Polyvinyl chloride colorability

- May 21, 2018-

Polyvinyl chloride is poor in thermal stability and light resistance. Hydrogen chloride starts to decompose at 150°C and an adverse reaction occurs with the amount of plasticizer. In addition, the effect of the pigment on PVC is reflected in whether the pigment reacts with PVC and other components that make up the PVC product and the pigment itself is resistant to migration and heat resistance. Some ingredients in the colorant may promote degradation of the resin. For example, iron ions and zinc ions are catalysts for the degradation reaction of PVC resin. Therefore, the use of iron oxide (red, yellow, brown and black) pigments or zinc oxide, zinc sulfide and lithopone white pigments will reduce the thermal stability of the PVC resin. Some colorants may interact with the degradation products of PVC resins. If the ultramarine pigment is poor in acid resistance, it will interact with the hydrogen chloride generated by PVC decomposition and lose its proper color during the PVC coloring process. Therefore, regarding the coloring of PVC, the characteristics of the resin and related additives are taken into consideration, and the characteristics of the pigment are combined. The following issues should be noted when selecting colorants.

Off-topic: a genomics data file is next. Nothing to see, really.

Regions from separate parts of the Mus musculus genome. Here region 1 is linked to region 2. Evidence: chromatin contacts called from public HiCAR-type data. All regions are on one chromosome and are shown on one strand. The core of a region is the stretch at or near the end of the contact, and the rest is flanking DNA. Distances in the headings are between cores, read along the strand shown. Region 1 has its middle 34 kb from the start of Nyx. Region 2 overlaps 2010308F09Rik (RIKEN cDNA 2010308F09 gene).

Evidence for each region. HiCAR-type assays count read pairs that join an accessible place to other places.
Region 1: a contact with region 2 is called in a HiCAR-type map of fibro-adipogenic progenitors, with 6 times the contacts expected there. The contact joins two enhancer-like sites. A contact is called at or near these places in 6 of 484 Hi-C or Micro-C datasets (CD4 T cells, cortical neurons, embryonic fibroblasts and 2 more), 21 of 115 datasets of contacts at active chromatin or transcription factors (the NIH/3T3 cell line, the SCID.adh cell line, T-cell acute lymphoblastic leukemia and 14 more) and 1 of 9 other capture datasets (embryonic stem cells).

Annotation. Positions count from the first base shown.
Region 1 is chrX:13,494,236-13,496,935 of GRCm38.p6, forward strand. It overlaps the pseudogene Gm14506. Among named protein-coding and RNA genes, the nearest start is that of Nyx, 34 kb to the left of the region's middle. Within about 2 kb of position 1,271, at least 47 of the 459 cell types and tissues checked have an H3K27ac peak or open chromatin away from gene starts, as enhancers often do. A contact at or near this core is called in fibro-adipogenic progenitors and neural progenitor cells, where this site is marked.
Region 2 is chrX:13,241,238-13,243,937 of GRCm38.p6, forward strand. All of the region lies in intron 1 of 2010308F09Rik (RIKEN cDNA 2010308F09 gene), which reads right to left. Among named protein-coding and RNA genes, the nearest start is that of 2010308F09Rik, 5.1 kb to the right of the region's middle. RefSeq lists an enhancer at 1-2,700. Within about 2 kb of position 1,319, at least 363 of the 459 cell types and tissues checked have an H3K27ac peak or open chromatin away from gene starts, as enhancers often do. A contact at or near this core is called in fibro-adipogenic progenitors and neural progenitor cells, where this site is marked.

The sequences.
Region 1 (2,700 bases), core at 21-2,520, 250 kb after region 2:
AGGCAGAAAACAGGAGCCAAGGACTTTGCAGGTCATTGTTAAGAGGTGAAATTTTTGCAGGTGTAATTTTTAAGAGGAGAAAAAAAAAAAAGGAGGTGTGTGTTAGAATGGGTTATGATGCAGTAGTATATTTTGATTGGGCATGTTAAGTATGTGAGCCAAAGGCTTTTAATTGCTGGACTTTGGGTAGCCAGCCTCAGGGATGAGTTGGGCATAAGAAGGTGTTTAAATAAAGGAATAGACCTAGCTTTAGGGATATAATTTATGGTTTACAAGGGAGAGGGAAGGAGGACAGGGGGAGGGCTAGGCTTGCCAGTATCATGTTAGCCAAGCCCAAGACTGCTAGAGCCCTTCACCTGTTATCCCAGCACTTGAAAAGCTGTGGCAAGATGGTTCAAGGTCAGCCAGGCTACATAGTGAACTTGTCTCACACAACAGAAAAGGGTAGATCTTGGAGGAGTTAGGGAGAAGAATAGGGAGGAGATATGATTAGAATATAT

1, some of the metal ions in the pigment will promote thermal oxygen decomposition of polyvinyl chloride resin as shown in Figure 1.

The determination method is the hue change when pigmented polyethylene is heated to 180°C. Because the pigment contains metal ions to accelerate the decomposition of PVC, resulting in hue changes. At the same time, it should be noted that the same color shade red can make PVC produce different color, such as calcium, the color difference is small; containing manganese is a large color difference, which is due to manganese and other metals promote PVC dehydrochlorination caused.

Sulfide-based colorants (such as cadmium red, yellow, etc.) are used for the coloration of polyvinyl chloride, and hydrogen sulfide may be released due to the colorant. Such colorants should not be mixed with lead stabilizers to prevent the formation of black lead sulfide.